Neil Turner's Blog

Blogging about technology and randomness since 2002

Back in at The Deep end

Angelfish at The Deep in Hull

After our trip to Bruges, we arrived back in Hull quite early on a Sunday morning. At this point we could have just got a taxi back to Hull Paragon station and got the first train back home, but instead we decided to visit The Deep.

The Deep is one of the world’s largest aquariums, with a huge central tank home to several species of shark, swordfish, stingray and many other fish, plus several other smaller tanks. Christine and I last went in 2010, and I also went with my Dad in 2o05, so this was my third visit. On the whole, not a lot has changed since it opened in 2002, but one of the main reasons we visited was for its newest attraction – penguins!

Gentoo Penguins at The Deep in Hull

The Deep’s penguins are Gentoo Penguins. They’re not compiled from source (sorry, Linux joke) but were shipped over from Moody Gardens in Texas. Whilst they’re not exclusively native to Antarctica, I got the impression that The Deep chose gentoo penguins because they’re found in an abandoned Antarctic port which was used by whaling boats that docked in Hull, and because gentoos are ‘near threatened’.

The Deep is an indoor attraction and so the penguins are also kept indoors. The lighting levels vary to simulate day and night and their enclosure is temperature controlled. They have a reasonably large and interesting space to use, and visitors can view them on two levels. Which is good as they were very popular when we visited – probably because they’re new.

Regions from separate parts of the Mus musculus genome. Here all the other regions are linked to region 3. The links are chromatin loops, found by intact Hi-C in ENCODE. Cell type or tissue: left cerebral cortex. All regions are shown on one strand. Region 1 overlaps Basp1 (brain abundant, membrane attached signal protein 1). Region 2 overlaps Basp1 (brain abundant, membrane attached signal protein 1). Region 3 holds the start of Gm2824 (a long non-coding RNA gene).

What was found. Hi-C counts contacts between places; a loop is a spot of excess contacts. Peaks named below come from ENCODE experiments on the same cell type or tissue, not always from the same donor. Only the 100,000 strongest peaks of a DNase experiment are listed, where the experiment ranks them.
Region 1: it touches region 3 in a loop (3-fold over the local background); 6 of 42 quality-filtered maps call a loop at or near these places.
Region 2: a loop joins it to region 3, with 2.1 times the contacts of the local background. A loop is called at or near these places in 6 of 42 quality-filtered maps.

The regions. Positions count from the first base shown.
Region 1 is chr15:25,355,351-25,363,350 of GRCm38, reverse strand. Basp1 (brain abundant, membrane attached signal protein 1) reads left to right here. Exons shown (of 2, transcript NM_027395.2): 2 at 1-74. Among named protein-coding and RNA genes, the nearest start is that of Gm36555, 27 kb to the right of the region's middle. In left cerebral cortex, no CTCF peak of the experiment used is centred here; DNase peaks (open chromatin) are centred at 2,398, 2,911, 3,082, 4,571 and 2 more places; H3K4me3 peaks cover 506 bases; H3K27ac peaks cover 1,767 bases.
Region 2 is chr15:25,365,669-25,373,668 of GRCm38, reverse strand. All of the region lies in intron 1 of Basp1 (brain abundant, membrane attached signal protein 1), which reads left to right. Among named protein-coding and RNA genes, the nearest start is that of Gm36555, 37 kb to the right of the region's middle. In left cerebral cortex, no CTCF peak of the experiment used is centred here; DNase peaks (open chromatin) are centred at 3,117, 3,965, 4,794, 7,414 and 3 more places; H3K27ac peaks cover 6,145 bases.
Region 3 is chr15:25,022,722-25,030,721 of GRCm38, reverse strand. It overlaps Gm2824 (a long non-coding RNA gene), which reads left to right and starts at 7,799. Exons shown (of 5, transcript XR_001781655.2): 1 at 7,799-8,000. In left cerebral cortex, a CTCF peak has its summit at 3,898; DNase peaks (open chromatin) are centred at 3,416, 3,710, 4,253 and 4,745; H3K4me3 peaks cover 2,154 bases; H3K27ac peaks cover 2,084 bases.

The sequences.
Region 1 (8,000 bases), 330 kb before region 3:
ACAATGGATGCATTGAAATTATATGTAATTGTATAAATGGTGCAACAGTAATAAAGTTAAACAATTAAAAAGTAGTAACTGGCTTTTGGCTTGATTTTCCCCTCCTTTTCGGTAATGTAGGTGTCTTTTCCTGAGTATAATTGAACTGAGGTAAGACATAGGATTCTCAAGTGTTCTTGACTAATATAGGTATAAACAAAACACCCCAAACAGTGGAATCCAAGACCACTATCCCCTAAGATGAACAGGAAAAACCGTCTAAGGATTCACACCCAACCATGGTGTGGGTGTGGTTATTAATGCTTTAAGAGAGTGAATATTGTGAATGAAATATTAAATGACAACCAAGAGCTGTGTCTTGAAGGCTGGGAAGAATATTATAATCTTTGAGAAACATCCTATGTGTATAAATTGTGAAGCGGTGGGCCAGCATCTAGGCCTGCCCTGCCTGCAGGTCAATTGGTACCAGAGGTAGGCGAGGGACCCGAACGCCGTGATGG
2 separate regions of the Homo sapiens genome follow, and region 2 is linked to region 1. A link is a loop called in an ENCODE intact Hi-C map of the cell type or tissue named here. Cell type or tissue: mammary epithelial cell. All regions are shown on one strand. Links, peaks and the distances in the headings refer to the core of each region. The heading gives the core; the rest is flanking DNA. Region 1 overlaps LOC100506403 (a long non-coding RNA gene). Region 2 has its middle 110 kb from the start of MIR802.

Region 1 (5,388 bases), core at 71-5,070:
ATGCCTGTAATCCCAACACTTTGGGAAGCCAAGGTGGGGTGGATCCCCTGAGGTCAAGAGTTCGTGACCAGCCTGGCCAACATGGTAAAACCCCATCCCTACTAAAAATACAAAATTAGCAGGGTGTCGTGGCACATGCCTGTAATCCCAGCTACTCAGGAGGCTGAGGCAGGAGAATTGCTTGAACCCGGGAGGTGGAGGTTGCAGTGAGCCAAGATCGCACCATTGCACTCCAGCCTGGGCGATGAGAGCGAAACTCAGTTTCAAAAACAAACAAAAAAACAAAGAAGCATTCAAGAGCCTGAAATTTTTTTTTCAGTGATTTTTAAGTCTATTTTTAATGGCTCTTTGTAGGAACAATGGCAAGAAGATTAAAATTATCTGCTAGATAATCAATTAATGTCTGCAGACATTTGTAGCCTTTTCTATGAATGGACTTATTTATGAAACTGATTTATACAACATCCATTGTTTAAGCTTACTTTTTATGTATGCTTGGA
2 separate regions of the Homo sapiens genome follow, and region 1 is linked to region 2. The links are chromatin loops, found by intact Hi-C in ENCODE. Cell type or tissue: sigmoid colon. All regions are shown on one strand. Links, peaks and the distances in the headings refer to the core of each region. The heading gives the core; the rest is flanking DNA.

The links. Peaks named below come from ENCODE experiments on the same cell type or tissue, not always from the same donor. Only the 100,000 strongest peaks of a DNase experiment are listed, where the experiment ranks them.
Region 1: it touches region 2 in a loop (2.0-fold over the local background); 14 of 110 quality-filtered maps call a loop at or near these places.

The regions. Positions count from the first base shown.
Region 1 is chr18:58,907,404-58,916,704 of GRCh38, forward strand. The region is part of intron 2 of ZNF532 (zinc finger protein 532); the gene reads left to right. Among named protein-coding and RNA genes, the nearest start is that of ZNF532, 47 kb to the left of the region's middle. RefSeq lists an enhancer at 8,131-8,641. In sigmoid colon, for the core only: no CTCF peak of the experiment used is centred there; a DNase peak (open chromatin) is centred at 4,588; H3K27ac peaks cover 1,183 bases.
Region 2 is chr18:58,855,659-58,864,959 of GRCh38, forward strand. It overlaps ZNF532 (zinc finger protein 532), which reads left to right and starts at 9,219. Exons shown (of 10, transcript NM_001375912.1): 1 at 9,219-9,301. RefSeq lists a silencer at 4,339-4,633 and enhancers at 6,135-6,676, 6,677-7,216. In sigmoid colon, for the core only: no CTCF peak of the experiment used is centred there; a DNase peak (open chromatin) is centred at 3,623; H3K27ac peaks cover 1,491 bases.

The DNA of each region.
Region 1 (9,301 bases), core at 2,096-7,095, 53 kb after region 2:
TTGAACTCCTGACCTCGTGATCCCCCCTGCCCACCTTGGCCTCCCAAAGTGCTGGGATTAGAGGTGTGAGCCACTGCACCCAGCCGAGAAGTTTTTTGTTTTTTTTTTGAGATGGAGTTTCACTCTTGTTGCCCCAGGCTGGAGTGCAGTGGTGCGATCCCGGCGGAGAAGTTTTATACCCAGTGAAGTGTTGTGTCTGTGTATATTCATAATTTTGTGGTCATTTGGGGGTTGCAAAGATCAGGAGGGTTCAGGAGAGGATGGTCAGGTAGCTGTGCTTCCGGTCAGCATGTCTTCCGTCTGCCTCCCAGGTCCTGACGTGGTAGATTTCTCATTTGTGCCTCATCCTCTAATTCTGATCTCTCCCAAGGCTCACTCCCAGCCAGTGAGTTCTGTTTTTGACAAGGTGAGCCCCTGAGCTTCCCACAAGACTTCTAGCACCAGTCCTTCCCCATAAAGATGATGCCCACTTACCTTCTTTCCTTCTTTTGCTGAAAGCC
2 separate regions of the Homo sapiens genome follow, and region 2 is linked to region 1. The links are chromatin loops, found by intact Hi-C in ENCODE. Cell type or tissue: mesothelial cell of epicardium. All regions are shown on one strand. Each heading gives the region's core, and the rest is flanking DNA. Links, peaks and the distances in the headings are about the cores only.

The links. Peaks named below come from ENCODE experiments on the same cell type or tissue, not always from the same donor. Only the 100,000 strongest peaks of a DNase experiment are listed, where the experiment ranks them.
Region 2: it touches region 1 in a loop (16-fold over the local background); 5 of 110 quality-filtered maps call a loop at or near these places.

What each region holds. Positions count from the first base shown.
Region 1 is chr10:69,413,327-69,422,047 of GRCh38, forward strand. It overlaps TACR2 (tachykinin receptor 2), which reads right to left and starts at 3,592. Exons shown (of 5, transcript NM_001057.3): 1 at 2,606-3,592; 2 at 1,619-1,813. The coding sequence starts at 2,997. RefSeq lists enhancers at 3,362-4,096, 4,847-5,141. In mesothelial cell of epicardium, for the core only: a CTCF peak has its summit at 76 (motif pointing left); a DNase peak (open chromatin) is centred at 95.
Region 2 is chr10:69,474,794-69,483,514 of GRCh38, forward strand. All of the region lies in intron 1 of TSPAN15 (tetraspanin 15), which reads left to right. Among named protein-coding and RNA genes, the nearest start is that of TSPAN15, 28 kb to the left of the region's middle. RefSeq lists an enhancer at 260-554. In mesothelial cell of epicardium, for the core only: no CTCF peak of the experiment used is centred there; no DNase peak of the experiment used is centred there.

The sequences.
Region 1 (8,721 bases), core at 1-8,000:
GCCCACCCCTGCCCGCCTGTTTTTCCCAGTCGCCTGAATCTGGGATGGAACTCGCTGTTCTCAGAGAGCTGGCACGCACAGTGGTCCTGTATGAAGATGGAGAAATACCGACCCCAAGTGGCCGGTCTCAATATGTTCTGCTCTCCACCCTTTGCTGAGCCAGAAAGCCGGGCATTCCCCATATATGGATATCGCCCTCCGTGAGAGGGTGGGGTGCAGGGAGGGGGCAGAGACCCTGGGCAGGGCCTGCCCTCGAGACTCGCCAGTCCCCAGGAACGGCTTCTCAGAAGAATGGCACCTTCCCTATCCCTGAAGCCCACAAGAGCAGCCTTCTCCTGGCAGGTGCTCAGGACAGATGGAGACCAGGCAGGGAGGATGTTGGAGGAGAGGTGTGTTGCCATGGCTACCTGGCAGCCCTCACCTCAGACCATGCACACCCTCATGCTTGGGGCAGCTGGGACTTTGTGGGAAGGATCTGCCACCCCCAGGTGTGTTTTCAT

Penguins aside, The Deep is a great place to visit, in my view. Even though I’ve been before it’s still really enjoyable, and far better than many other aquariums with smaller tanks. There’s enough to keep kids entertained but also plenty of information about the fish in the tanks for adults to read.

The day we visited The Deep was a Sunday during school half-term holidays which was perhaps against our better judgement. There were a number of additional activities put on as a result – the ocean exploration exhibit being temporarily replaced with a soft play area, for example – but it was busy. We were there for when it opened and the car park was almost empty – by the time we had left at lunchtime the car park was full.

I’m sure we’ll end up back there again in future. Here are my photos from my visit.

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